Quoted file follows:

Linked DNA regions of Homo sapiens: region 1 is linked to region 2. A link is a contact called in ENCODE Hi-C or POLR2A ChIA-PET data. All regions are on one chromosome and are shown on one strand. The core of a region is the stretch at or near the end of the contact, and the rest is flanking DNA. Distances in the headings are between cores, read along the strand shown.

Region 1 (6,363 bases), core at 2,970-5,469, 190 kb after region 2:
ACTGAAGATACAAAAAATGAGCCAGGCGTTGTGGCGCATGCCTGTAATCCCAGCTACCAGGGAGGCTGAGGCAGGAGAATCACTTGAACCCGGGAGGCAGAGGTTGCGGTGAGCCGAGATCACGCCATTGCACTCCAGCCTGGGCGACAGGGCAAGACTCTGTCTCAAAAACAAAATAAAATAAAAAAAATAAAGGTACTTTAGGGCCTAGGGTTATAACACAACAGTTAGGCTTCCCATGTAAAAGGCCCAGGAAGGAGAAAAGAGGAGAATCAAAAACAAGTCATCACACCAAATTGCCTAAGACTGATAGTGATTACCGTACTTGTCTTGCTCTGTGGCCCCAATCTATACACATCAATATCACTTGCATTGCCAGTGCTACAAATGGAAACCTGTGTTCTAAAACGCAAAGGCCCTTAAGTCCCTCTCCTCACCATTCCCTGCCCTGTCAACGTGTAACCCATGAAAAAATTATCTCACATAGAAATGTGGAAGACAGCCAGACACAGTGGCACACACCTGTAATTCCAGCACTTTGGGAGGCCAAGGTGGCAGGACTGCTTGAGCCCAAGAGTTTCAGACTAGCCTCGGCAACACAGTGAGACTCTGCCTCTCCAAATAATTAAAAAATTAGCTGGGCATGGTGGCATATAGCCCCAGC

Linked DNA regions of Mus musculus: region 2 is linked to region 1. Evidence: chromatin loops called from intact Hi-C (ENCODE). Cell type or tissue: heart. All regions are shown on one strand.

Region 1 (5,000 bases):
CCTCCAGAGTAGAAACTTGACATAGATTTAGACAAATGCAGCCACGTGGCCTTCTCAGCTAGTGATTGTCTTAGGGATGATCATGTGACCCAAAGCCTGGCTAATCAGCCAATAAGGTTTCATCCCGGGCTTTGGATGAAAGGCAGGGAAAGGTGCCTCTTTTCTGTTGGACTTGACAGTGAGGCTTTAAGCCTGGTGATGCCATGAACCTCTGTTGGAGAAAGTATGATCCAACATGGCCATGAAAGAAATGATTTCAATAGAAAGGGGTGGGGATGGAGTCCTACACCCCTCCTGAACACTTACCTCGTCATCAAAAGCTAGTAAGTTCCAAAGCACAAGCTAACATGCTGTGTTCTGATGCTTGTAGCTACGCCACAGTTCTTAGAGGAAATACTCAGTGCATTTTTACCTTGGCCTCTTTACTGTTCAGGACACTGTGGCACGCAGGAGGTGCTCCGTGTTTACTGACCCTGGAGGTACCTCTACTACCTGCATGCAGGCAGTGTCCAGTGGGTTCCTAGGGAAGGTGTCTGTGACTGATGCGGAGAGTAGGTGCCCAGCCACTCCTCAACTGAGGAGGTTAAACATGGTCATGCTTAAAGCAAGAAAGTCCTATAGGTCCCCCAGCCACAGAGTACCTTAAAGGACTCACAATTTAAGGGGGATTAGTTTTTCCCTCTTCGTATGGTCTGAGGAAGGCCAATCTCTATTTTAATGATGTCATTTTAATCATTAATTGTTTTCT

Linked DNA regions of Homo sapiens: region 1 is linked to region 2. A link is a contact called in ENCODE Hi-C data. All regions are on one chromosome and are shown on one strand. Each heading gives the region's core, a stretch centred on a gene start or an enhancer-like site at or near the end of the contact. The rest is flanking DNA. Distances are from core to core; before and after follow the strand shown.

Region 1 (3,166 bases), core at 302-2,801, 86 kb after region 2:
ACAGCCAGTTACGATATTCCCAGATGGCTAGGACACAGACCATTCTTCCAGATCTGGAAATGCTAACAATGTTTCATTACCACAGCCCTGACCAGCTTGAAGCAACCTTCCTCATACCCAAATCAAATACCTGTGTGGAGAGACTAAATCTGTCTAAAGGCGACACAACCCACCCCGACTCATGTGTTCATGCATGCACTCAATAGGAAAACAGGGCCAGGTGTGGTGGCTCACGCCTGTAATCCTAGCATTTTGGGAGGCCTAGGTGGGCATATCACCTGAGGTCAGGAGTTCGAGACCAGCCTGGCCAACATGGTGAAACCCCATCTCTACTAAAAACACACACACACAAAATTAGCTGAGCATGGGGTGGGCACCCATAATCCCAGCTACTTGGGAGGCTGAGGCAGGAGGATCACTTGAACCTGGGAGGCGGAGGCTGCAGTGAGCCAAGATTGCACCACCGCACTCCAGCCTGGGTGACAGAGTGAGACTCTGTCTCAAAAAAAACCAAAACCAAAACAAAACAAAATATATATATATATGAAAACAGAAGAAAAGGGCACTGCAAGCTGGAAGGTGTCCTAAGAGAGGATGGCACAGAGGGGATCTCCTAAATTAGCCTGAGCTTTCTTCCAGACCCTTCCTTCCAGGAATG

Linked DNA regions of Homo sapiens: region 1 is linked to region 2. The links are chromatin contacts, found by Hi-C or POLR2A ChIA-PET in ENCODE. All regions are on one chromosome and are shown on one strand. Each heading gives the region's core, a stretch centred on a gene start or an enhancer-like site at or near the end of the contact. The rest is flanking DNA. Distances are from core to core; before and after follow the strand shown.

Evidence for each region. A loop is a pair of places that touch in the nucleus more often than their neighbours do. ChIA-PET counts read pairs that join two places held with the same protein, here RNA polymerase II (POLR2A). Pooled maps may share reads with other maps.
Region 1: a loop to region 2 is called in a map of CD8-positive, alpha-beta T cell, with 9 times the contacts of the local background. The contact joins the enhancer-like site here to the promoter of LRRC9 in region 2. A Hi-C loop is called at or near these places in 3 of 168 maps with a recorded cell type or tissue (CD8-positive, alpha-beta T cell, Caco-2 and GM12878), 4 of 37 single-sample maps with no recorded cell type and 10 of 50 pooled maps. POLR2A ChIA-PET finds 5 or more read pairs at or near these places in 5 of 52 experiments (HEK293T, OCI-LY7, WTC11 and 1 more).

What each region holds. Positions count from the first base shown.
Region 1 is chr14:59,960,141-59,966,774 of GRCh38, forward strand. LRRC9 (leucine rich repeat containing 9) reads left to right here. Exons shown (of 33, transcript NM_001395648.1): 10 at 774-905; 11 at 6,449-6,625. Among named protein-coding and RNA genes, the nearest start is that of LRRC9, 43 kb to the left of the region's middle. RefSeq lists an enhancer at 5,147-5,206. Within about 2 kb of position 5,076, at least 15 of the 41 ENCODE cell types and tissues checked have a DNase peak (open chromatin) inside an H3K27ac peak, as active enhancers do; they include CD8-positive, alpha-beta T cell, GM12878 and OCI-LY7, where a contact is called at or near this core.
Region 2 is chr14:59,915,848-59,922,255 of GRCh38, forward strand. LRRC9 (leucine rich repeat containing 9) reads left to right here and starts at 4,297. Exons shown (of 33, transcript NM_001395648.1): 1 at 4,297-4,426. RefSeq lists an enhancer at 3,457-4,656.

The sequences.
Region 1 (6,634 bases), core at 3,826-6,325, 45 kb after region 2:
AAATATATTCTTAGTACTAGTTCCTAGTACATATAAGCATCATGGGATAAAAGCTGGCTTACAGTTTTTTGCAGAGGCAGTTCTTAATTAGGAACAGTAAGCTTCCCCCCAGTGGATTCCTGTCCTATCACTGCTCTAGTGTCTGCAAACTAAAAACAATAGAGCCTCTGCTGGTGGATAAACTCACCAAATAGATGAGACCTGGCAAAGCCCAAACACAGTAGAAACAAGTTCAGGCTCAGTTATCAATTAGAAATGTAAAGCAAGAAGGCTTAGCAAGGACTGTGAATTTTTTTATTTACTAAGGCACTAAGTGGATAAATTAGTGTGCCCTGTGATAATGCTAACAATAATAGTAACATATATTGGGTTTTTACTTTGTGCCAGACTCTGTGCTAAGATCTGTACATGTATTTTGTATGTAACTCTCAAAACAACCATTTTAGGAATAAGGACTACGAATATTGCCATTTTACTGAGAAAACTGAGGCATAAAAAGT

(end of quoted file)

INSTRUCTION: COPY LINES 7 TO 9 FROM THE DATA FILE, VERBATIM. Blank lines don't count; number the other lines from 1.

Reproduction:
Linked DNA regions of Homo sapiens: region 1 is linked to region 2. A link is a contact called in ENCODE Hi-C data. All regions are on one chromosome and are shown on one strand. Each heading gives the region's core, a stretch centred on a gene start or an enhancer-like site at or near the end of the contact. The rest is flanking DNA. Distances are from core to core; before and after follow the strand shown.

Region 1 (3,166 bases), core at 302-2,801, 86 kb after region 2:
ACAGCCAGTTACGATATTCCCAGATGGCTAGGACACAGACCATTCTTCCAGATCTGGAAATGCTAACAATGTTTCATTACCACAGCCCTGACCAGCTTGAAGCAACCTTCCTCATACCCAAATCAAATACCTGTGTGGAGAGACTAAATCTGTCTAAAGGCGACACAACCCACCCCGACTCATGTGTTCATGCATGCACTCAATAGGAAAACAGGGCCAGGTGTGGTGGCTCACGCCTGTAATCCTAGCATTTTGGGAGGCCTAGGTGGGCATATCACCTGAGGTCAGGAGTTCGAGACCAGCCTGGCCAACATGGTGAAACCCCATCTCTACTAAAAACACACACACACAAAATTAGCTGAGCATGGGGTGGGCACCCATAATCCCAGCTACTTGGGAGGCTGAGGCAGGAGGATCACTTGAACCTGGGAGGCGGAGGCTGCAGTGAGCCAAGATTGCACCACCGCACTCCAGCCTGGGTGACAGAGTGAGACTCTGTCTCAAAAAAAACCAAAACCAAAACAAAACAAAATATATATATATATGAAAACAGAAGAAAAGGGCACTGCAAGCTGGAAGGTGTCCTAAGAGAGGATGGCACAGAGGGGATCTCCTAAATTAGCCTGAGCTTTCTTCCAGACCCTTCCTTCCAGGAATG